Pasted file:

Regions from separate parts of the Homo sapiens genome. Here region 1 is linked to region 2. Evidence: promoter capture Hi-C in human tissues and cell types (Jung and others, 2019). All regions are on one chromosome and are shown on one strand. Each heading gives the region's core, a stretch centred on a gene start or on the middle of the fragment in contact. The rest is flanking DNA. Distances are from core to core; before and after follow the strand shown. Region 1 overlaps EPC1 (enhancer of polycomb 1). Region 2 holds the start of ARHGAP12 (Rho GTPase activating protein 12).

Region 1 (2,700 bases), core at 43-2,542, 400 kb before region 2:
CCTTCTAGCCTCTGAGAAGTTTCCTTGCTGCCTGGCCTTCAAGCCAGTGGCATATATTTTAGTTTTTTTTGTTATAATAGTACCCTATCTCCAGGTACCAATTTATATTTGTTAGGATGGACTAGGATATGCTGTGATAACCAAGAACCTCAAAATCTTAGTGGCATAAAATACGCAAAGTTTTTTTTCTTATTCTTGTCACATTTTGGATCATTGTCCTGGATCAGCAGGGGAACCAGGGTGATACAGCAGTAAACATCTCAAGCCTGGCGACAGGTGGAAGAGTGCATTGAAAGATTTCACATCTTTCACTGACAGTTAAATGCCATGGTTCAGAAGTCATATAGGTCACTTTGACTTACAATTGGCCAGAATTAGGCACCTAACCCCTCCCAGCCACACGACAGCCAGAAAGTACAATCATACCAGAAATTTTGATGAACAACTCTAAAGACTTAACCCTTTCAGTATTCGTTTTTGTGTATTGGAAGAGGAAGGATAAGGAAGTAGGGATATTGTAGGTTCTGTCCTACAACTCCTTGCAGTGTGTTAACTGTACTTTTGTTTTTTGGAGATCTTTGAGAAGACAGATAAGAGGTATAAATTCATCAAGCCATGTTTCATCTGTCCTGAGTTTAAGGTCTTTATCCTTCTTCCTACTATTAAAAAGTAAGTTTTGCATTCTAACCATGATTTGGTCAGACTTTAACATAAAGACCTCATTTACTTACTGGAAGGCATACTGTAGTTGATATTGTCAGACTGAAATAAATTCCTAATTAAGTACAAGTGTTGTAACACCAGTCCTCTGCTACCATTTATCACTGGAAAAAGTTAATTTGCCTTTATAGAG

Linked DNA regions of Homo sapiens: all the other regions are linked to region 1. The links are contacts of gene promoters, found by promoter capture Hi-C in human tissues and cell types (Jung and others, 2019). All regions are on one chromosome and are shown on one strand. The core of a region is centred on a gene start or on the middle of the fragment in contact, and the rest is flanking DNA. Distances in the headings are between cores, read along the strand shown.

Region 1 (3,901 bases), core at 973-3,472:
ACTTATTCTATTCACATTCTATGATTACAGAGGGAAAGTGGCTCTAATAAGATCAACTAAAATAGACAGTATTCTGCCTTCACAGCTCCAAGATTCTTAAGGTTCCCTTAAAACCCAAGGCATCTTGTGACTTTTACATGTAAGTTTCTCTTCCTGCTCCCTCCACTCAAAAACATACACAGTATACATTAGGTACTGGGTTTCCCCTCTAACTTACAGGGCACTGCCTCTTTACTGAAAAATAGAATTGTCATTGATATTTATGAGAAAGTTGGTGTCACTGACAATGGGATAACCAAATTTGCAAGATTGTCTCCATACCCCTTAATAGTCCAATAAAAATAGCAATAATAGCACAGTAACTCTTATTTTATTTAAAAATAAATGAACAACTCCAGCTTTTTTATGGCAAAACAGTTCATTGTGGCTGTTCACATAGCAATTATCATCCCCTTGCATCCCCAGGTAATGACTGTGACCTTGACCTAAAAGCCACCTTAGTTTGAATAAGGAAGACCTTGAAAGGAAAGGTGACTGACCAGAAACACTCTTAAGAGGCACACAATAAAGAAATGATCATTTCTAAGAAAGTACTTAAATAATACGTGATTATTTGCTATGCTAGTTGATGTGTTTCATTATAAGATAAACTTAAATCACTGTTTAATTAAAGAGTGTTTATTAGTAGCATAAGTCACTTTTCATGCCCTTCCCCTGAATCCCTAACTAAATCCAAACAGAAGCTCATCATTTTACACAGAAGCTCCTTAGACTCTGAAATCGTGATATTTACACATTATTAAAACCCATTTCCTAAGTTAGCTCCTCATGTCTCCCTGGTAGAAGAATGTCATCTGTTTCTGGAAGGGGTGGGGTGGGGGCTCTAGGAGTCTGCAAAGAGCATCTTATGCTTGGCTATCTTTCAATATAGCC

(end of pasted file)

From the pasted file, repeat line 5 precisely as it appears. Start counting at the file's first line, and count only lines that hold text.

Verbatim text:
Region 1 (3,901 bases), core at 973-3,472: